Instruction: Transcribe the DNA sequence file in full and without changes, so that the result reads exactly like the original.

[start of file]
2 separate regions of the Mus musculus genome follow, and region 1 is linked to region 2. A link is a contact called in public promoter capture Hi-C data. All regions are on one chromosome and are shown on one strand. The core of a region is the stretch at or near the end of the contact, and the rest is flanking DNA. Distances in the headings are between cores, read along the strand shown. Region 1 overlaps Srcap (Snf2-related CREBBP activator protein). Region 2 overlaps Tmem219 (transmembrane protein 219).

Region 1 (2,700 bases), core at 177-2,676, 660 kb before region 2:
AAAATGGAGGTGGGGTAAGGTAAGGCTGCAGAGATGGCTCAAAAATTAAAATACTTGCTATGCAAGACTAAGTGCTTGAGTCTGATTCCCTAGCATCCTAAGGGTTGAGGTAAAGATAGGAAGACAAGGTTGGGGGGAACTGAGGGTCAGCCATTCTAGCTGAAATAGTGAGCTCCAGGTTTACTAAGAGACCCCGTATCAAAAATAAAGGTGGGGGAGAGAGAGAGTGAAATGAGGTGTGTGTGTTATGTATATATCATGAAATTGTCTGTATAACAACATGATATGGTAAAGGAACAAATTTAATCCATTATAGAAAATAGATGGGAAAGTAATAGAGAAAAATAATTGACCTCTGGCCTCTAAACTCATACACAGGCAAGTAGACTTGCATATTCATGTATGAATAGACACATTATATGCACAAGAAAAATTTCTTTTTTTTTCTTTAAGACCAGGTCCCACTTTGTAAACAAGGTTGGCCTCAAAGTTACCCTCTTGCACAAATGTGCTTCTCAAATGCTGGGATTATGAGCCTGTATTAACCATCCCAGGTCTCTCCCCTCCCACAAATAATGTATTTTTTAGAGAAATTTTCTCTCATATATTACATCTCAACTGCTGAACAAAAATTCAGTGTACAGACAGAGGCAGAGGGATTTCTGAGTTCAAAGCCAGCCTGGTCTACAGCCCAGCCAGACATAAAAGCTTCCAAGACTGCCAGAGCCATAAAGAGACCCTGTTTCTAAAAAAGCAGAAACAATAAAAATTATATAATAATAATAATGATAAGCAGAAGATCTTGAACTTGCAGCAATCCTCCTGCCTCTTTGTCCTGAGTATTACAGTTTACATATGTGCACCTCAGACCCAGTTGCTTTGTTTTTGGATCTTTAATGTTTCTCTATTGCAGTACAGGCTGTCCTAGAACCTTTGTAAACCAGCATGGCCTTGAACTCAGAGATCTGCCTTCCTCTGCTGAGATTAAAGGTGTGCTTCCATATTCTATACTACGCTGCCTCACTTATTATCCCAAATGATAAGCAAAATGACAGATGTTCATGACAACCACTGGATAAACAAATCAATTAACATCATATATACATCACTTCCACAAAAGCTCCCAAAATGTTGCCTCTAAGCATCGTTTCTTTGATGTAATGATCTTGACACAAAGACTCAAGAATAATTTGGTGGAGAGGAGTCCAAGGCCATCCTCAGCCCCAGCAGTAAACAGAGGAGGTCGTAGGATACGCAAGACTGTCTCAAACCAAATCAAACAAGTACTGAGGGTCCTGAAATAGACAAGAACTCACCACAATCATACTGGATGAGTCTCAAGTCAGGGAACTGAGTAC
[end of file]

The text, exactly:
2 separate regions of the Mus musculus genome follow, and region 1 is linked to region 2. A link is a contact called in public promoter capture Hi-C data. All regions are on one chromosome and are shown on one strand. The core of a region is the stretch at or near the end of the contact, and the rest is flanking DNA. Distances in the headings are between cores, read along the strand shown. Region 1 overlaps Srcap (Snf2-related CREBBP activator protein). Region 2 overlaps Tmem219 (transmembrane protein 219).

Region 1 (2,700 bases), core at 177-2,676, 660 kb before region 2:
AAAATGGAGGTGGGGTAAGGTAAGGCTGCAGAGATGGCTCAAAAATTAAAATACTTGCTATGCAAGACTAAGTGCTTGAGTCTGATTCCCTAGCATCCTAAGGGTTGAGGTAAAGATAGGAAGACAAGGTTGGGGGGAACTGAGGGTCAGCCATTCTAGCTGAAATAGTGAGCTCCAGGTTTACTAAGAGACCCCGTATCAAAAATAAAGGTGGGGGAGAGAGAGAGTGAAATGAGGTGTGTGTGTTATGTATATATCATGAAATTGTCTGTATAACAACATGATATGGTAAAGGAACAAATTTAATCCATTATAGAAAATAGATGGGAAAGTAATAGAGAAAAATAATTGACCTCTGGCCTCTAAACTCATACACAGGCAAGTAGACTTGCATATTCATGTATGAATAGACACATTATATGCACAAGAAAAATTTCTTTTTTTTTCTTTAAGACCAGGTCCCACTTTGTAAACAAGGTTGGCCTCAAAGTTACCCTCTTGCACAAATGTGCTTCTCAAATGCTGGGATTATGAGCCTGTATTAACCATCCCAGGTCTCTCCCCTCCCACAAATAATGTATTTTTTAGAGAAATTTTCTCTCATATATTACATCTCAACTGCTGAACAAAAATTCAGTGTACAGACAGAGGCAGAGGGATTTCTGAGTTCAAAGCCAGCCTGGTCTACAGCCCAGCCAGACATAAAAGCTTCCAAGACTGCCAGAGCCATAAAGAGACCCTGTTTCTAAAAAAGCAGAAACAATAAAAATTATATAATAATAATAATGATAAGCAGAAGATCTTGAACTTGCAGCAATCCTCCTGCCTCTTTGTCCTGAGTATTACAGTTTACATATGTGCACCTCAGACCCAGTTGCTTTGTTTTTGGATCTTTAATGTTTCTCTATTGCAGTACAGGCTGTCCTAGAACCTTTGTAAACCAGCATGGCCTTGAACTCAGAGATCTGCCTTCCTCTGCTGAGATTAAAGGTGTGCTTCCATATTCTATACTACGCTGCCTCACTTATTATCCCAAATGATAAGCAAAATGACAGATGTTCATGACAACCACTGGATAAACAAATCAATTAACATCATATATACATCACTTCCACAAAAGCTCCCAAAATGTTGCCTCTAAGCATCGTTTCTTTGATGTAATGATCTTGACACAAAGACTCAAGAATAATTTGGTGGAGAGGAGTCCAAGGCCATCCTCAGCCCCAGCAGTAAACAGAGGAGGTCGTAGGATACGCAAGACTGTCTCAAACCAAATCAAACAAGTACTGAGGGTCCTGAAATAGACAAGAACTCACCACAATCATACTGGATGAGTCTCAAGTCAGGGAACTGAGTAC